Propulsion is the only word that explains why divers need fins. Watch experienced divers. They never use their arms to pull themselves to move forward during their dives. That’s because you cannot pull all those weight (your equipment+your own weight) by using your arms. It only makes you tired and as a result, you consume more air and have shorter deep time. We are NOT swimming but diving. No arm kicks. So, fins are the only equipment that makes us move forward.
Mainly, there are two types of fins; Open heel and closed heel (full foot). Let’s talk about these first.
These fins require a dive boot to wear. You are wearing this kind of fins from the back (heel part) of the fins. The strap on the heel is adjustable. After you wear, you are adjusting your fins and locking the system.
- You wear a diving boot before you wear these fins. A diving boot not only protects you from cold water, but also from pebbles on the shore.
- Adjustable heel strap makes you feel comfortable and fit your foot perfectly.
- More design available compared to full foot.
- Buckles/strap may break down right before a dive (always have a back-up).
- When a wrong size dive booth is chosen, it may cause blisters.
- Bucket and the strap isn’t that hydrodynamic.
This type of fins cannot be worn with dive boots. But some divers prefer to use neoprene socks with full foot fins. It covers diver’s heel with its soft and flexible foot pocket. Here are pros and cons:
- Lighter than open heels.
- Doesn’t require boots, more space in dive bag.
- Cheaper than open heel fins
- No dive boots, no thermal insulation in cold water.
- Harder to wear.
- May not always fit to diver’s foot.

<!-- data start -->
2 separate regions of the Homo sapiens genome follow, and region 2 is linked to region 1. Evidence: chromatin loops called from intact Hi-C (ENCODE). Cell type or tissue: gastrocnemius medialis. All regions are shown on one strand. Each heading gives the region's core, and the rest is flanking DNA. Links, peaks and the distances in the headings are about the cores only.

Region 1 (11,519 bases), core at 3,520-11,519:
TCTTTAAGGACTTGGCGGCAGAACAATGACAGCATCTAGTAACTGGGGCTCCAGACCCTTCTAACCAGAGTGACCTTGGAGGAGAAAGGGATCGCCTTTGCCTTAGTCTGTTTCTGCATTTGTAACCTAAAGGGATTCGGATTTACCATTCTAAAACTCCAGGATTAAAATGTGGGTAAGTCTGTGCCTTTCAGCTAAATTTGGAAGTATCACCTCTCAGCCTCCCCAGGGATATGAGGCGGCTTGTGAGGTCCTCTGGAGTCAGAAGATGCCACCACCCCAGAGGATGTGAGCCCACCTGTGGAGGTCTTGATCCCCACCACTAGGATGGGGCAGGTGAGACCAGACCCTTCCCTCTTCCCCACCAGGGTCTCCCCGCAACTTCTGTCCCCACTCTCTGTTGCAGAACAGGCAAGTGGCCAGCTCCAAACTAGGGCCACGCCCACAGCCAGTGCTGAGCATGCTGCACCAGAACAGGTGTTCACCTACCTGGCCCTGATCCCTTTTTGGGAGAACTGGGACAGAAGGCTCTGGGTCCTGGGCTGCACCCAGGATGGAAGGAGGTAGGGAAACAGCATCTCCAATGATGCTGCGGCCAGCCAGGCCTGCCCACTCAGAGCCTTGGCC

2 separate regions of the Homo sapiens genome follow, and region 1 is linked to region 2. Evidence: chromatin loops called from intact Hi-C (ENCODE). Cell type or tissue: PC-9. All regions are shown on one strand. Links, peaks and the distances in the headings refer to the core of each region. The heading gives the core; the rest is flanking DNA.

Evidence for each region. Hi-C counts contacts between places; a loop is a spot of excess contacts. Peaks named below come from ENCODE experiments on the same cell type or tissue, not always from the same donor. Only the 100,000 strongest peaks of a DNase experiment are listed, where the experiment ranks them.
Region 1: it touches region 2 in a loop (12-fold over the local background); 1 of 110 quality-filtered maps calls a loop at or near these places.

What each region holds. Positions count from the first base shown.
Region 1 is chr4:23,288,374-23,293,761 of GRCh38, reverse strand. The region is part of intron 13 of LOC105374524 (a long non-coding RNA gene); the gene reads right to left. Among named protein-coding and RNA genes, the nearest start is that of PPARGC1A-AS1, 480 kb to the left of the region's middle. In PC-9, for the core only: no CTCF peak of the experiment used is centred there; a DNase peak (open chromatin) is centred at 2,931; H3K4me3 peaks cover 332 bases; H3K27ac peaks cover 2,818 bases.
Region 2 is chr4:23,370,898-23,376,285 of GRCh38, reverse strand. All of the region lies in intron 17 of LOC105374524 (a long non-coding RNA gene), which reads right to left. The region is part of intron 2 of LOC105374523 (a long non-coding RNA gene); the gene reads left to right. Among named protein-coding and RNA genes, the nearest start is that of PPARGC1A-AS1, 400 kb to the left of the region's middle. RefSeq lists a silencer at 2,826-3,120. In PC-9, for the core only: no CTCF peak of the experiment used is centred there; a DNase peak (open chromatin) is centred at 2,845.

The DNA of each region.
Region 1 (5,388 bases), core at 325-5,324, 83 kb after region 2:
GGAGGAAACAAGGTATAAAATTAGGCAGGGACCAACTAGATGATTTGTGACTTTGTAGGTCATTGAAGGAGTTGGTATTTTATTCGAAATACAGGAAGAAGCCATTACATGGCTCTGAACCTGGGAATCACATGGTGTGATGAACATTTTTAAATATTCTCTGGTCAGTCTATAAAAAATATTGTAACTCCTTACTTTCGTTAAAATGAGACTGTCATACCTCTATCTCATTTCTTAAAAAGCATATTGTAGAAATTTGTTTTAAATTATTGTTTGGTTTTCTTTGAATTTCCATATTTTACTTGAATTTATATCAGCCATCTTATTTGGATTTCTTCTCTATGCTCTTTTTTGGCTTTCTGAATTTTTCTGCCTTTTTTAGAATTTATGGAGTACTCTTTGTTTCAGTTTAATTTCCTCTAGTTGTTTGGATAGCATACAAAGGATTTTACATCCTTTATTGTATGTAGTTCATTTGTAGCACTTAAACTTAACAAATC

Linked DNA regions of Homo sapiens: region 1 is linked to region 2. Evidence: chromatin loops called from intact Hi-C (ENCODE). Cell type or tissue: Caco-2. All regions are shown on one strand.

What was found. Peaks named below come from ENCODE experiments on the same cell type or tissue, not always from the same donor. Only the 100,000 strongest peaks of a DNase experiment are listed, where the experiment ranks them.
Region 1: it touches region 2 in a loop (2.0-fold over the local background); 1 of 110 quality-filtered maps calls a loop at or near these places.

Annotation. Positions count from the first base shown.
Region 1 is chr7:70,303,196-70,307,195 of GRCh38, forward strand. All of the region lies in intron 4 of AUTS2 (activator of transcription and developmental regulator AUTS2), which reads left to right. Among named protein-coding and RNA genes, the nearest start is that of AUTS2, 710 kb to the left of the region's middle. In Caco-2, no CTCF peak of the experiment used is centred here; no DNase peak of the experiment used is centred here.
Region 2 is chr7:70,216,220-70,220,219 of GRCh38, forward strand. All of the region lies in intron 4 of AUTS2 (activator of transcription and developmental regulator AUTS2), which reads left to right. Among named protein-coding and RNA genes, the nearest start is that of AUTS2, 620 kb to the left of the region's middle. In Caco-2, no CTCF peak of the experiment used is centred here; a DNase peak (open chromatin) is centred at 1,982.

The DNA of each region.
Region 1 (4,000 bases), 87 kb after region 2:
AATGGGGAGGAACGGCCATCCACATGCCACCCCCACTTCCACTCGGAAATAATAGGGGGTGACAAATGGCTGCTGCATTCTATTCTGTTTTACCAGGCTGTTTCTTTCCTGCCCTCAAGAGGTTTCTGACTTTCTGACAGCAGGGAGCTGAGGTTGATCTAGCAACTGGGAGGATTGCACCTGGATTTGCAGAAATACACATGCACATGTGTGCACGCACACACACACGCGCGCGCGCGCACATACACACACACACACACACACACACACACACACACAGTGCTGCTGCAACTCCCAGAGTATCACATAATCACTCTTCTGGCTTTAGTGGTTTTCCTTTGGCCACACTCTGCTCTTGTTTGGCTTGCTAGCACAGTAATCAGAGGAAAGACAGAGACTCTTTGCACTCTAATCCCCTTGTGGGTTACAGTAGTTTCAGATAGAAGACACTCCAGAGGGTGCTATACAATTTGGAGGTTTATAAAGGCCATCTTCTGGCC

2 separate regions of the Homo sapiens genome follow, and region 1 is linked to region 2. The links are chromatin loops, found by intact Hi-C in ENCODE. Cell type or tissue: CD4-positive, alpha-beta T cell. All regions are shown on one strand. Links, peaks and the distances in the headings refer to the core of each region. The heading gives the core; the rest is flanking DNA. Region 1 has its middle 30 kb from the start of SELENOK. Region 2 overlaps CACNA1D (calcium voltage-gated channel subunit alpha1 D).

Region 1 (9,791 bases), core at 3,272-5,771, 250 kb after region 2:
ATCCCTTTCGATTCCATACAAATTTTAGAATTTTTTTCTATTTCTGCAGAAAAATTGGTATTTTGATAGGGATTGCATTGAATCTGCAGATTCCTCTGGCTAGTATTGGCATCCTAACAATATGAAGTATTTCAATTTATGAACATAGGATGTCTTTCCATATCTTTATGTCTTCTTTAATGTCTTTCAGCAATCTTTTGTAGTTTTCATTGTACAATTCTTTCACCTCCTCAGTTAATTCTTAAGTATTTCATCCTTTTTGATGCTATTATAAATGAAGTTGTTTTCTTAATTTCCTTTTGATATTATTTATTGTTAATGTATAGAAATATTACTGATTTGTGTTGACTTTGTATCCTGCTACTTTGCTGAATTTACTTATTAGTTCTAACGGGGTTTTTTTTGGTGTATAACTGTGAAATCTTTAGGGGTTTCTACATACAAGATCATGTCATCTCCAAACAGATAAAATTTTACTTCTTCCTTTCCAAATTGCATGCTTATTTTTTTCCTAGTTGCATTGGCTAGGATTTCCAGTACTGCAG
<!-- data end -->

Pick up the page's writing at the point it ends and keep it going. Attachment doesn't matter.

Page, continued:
If you decide to use open heel fins like me, you will see that split fins are everywhere. These kind of open heel fins aren’t that old. Split fin design inspired from dolphin tails. The aim is the efficiency. A diver wearing these will have very efficient fin-kicks. The logic is simple. The “split” makes the water pass through the fins easier. Think these fins like car that have high road-holding ability. All these mean that you use less energy.
So why all the “open heelers” buy a pair of split fins? That’s because the only disadvantage of these fins is the “power“. Split fins are not as powerful as paddle fins. A drilled kite flies much more slower than a substantial one. Some prefer to watch their kites while soaring in breeze and some prefer to watch their kites blustering. This is just a personal choice.
Split fins are great if the conditions are good. But -for example- if there is a strong current on a dive site and you insistently want to dive, you better use paddle fins.
Before Buying a Fin
- A fin should fit to the foot. If it is an open heel, your boot also must fit. A good fin is the one that wraps your entire foot. Your fins should act like the rest of your foot.
- I suggest you to buy fins that have channels on their blade. These channels will speed you up by decreasing the surface resistance.
- If you are a beginner, try to avoid long-bladed fins. These will require more effort and may cause some cramps.